You are on the right track. Beg God to reveal Himself to you. Right now, the enemy may be influencing you if he has stymied your growth – and he’s slowing your husband down, as a result of interference from you, too. He has his own journey, at God’s and his pace, not yours. Ask God to help you love him as a brother on the journey, and be his friend while he travels.
Women tell us over and over again that they go through several stages in “getting to the other side” and I’ve found this to be true in my own situation. To the best of my ability this morning, I’ll write these stages out, in the way we see them appear. I might be missing a few things, but here goes! The stages go something like this:
- Discouragement, desperation to try anything to make things change in her marriage
- Quiet – a cessation of communication which does two things:
- Creates silences so our husband can hear more from God and less from us (thereby causing the experience of a kind of “relief” of sorts, but not as secularly defined)
- Creates opportunities within us for God to reveal to us the hideous nature of our hearts, as we are typically starting from a place where we are prideful in thinking we do not “sin as much as our husbands” – we do, even though they may not be “as big of sins” in a culturally defined way, but they are still sins, and still would separate us from God, without relationship with Christ
- Quiet with tongue biting and focus on being “agreeable” and “respectful” with continued cessation of communication which teaches us how much we really do need to control what we say, and begins the process of “controlling our tongues” and eliminating criticism and judgment (judgment is a sin), developing more respectful and mature communication behaviors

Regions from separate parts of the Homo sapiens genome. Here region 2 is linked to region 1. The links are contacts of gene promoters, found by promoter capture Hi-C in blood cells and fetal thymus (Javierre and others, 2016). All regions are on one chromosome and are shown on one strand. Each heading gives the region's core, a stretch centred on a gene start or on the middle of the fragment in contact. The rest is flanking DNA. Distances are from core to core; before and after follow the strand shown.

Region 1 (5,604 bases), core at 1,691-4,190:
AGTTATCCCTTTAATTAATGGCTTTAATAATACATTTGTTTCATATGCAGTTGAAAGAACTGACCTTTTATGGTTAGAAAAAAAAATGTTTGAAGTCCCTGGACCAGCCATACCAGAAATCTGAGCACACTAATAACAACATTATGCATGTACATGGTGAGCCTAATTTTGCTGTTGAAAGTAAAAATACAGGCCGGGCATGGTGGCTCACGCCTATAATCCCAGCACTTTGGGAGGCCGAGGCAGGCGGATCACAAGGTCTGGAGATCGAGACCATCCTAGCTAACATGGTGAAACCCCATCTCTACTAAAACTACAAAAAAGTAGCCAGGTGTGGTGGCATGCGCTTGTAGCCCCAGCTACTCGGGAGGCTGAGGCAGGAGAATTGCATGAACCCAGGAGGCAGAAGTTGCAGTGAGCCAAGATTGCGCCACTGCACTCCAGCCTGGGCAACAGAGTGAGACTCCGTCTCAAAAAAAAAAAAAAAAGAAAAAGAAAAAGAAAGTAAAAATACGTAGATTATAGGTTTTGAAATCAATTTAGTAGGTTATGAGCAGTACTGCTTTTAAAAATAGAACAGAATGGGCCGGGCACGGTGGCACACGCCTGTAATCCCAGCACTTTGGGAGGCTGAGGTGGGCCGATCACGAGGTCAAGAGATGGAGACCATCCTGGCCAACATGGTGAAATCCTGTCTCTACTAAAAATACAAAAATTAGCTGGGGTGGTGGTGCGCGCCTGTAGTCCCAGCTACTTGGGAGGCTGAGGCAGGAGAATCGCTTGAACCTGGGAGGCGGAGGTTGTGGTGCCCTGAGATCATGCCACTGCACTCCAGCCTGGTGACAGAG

- Edifying communication – where we begin to say words that encourage those around us, even when dealing with problems, mistakes, or concerns
- Observations of blessings – where we begin to SEE our husbands and those around us the way that God does, precious in His sight, travelers on the same journey
- Expectation crash – where we realize two things, often spaced far apart:
- That our husbands haven’t grown as much as WE would have liked them to
- That we’ve been “doing all these things in an effort to change our husbands” and not to obey God (the “wrong motives” talked about in James)
- Anger at God – where we complain that “we’ve been doing all these things” and the marriage has stayed the same, or our husband’s haven’t changed (sometimes we start lapsing back into old communication patterns at this point)
- Awareness of our sinful attitudes about our marriage in light of what Christ did for us, and how that ties into obedience to Him in our marriage, and coming to wrap our identity up in what God thinks of us, as opposed to people – secularly called, “self esteem” but really is a secure sense of identity in Christ that changes everything – our worth is no longer determined by what others think
- Repentance (confession of sin with a contrite heart and changed behavior) of our attitudes and judgment toward our husband
- Acceptance of forgiveness from God for our sins
- Deeper recognition of the preciousness of our husband and ourselves to God
- Cycle back through steps 2-5, sometimes 6, depending on the depth of experience of 8 and 9